EPISODE #2009-30 - Part #1

"That was cool," Cory told Rachel, Carl and the others as they returned home from their medically themed Thanksgiving.

"I'm glad you enjoyed it, sweetheart," Rachel took her son by one hand and his sister by the other, leading both up the stairs, towards their rooms. "I think it made Ms. Gallant very happy to have all of us there to make her holiday a little brighter."

"Oh, yeah, Ms. Gallant, sure," Cory dismissed. He stopped halfway up to look from one parent to the other. "But I meant it was cool to have you guys finally acting like you liked each other again."

Rachel and Carl locked eyes over his head, both mentally scrambling.

Rachel managed to regain her voice first, putting on a cheery face to tell Cory, "Don't be silly. Of course, your father and I still like each other. We love each other."

"Teach not thy lip such scorn," Elizabeth quoted in a most intriguing combination of the Bard and pre-teen sarcasm. "For it was made for kissing, lady, not for such contempt. That's from Richard the Third," she helpfully informed her tragedy-shunning, comedy-loving twin.

"Well, duh," was his response. "I'm not a savage, you know."

On any other occasion, Carl would have found their exchange absolutely delightful. To be honest, even on this occasion he found it rather thrilling. But as he suspected that Rachel did not — and even more, that she would frown upon his doing so — Carl prudently kept his delight to himself.

First, he told Elizabeth, "Disrespecting your mother by means of Shakespeare merely indicates a lack of esteem for them both. Apologize immediately."

"To which one?" she asked brightly.

"Elizabeth..." Carl warned, indicating that he wasn't joking.

"Sorry, Mom," she gulped quickly.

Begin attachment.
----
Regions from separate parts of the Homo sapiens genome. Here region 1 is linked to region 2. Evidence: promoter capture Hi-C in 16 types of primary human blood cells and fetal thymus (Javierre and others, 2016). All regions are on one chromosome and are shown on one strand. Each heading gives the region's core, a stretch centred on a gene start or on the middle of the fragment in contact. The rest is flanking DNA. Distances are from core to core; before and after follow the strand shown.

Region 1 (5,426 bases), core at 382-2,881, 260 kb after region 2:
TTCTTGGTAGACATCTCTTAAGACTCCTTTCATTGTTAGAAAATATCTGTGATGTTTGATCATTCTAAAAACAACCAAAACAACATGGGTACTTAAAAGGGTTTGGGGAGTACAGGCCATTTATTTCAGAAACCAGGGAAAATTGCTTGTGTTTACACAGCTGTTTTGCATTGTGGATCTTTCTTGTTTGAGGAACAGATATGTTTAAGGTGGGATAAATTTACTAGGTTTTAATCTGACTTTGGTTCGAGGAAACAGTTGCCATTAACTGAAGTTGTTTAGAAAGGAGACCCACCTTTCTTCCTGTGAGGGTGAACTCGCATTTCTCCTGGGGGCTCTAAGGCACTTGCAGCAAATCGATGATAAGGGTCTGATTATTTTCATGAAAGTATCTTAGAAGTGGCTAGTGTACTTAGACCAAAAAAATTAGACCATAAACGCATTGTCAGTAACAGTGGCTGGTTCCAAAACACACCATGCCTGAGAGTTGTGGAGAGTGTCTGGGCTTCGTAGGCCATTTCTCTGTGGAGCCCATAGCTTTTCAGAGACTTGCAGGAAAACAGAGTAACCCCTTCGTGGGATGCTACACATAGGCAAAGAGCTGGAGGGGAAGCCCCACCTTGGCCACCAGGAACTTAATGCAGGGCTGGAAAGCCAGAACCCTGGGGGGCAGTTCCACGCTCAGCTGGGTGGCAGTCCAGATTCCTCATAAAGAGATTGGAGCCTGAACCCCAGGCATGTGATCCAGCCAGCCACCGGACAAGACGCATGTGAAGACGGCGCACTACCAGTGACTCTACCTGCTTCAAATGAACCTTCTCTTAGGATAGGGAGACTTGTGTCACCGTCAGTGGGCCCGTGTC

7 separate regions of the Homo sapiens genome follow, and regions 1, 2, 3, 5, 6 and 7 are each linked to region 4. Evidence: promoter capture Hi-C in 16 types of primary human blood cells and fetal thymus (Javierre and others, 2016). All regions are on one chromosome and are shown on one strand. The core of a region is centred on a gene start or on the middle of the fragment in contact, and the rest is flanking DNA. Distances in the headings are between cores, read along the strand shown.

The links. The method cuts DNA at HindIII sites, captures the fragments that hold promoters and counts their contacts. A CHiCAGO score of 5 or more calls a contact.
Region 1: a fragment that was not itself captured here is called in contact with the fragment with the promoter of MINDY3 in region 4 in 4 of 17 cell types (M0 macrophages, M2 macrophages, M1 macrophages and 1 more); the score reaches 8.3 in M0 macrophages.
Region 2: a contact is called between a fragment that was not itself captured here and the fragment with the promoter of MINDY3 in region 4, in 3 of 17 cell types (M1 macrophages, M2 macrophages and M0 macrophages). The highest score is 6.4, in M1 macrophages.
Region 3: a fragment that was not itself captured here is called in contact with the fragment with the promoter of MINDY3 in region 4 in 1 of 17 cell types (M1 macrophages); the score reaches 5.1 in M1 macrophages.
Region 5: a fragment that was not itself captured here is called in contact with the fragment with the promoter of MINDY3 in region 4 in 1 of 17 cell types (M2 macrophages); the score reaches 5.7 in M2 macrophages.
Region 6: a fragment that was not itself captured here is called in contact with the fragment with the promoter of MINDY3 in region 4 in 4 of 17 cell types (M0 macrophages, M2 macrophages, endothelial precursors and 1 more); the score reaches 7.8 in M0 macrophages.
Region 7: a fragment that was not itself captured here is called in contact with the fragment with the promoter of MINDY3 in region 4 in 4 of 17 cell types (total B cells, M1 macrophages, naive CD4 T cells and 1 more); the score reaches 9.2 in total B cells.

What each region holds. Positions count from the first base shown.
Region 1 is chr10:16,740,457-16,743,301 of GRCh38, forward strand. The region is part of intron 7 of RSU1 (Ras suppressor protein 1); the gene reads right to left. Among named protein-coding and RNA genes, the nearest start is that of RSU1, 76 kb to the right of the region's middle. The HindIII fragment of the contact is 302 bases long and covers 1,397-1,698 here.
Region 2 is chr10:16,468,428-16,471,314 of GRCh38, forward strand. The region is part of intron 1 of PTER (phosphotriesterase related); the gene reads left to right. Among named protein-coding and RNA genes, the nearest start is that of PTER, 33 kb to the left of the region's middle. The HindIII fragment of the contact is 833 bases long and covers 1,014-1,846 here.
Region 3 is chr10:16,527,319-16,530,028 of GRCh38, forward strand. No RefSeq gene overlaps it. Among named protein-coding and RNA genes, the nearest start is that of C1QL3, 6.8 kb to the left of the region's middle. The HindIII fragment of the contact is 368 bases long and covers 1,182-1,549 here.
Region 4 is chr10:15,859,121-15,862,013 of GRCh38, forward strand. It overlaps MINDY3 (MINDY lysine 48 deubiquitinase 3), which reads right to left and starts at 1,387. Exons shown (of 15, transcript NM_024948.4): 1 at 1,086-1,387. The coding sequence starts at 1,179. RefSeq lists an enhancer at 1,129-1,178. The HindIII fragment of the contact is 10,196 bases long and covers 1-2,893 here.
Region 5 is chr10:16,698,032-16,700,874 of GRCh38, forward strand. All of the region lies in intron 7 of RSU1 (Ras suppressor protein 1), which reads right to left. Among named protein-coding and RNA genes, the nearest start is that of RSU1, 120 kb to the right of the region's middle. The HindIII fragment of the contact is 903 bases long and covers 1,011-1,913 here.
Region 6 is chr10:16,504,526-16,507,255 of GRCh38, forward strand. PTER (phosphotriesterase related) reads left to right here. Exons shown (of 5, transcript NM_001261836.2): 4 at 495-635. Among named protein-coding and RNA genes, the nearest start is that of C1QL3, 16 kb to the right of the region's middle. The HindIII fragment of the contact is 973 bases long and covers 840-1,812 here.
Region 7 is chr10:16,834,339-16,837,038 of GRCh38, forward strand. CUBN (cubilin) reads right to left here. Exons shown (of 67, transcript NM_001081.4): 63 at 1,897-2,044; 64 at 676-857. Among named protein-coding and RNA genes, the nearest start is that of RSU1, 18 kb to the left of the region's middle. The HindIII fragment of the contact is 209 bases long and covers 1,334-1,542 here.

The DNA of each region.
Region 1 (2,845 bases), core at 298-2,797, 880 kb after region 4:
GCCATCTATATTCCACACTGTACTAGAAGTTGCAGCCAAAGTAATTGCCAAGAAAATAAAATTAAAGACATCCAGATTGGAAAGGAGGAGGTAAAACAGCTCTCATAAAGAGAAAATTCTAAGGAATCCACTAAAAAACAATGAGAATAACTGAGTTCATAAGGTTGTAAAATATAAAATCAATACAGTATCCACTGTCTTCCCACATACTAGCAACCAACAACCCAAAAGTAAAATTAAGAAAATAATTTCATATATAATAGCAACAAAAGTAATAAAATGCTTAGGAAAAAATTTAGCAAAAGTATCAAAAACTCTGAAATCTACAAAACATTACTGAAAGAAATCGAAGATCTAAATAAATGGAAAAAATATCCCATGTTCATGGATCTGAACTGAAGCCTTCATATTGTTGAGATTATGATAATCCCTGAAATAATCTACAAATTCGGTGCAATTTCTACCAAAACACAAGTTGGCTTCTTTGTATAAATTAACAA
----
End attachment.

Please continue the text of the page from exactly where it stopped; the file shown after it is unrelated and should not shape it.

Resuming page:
"And as for you," Carl turned to Cory, "I will thank you not to impugn relations between your mother and myself, especially when you lack any semblance of insight into the issue."

Elizabeth leaned over and whispered a translation to Cory, "Don't diss him and Mom when you don't know what you're talking about."

"Again, duh." Cory reminded, "I speak English."

"Unlike your father, who only does so under extreme duress," Rachel grinned mischievously, which Carl accepted with a tolerant smirk of his own. "Alright. Enough of this. Up to bed, both of you. Everything is fine. There is nothing for you to worry about."

"Do you promise?" Cory demanded.

"I promise," Rachel swore.

"As do I," Carl chimed in.

Their son intoned, "A prince never lacks legitimate reasons to break his promise."

"That's not Shakespeare!" Elizabeth exclaimed, mortally offended.

"I know," Cory grinned, visibly pleased with himself. "It's Machiavelli!"

"God help us all," Carl said once both children were safely in bed, and he and Rachel had retired to the relative peace of their own room. "Richard III and Machiavelli! If those are their role-models at twelve, what fresh terrors await us next year as they enter their teens?"

"I warned you that your choice of bedtime reading would come back to haunt us," Rachel teased. "Besides, growing up in Bay City, it won't hurt them to study up on the dark side of human nature. Scheming and plotting and back-stabbing do seem to be a way of life here... for some."

Carl asked, "Are you referring to me?"

"I am referring to everyone currently in the room," she reassured him.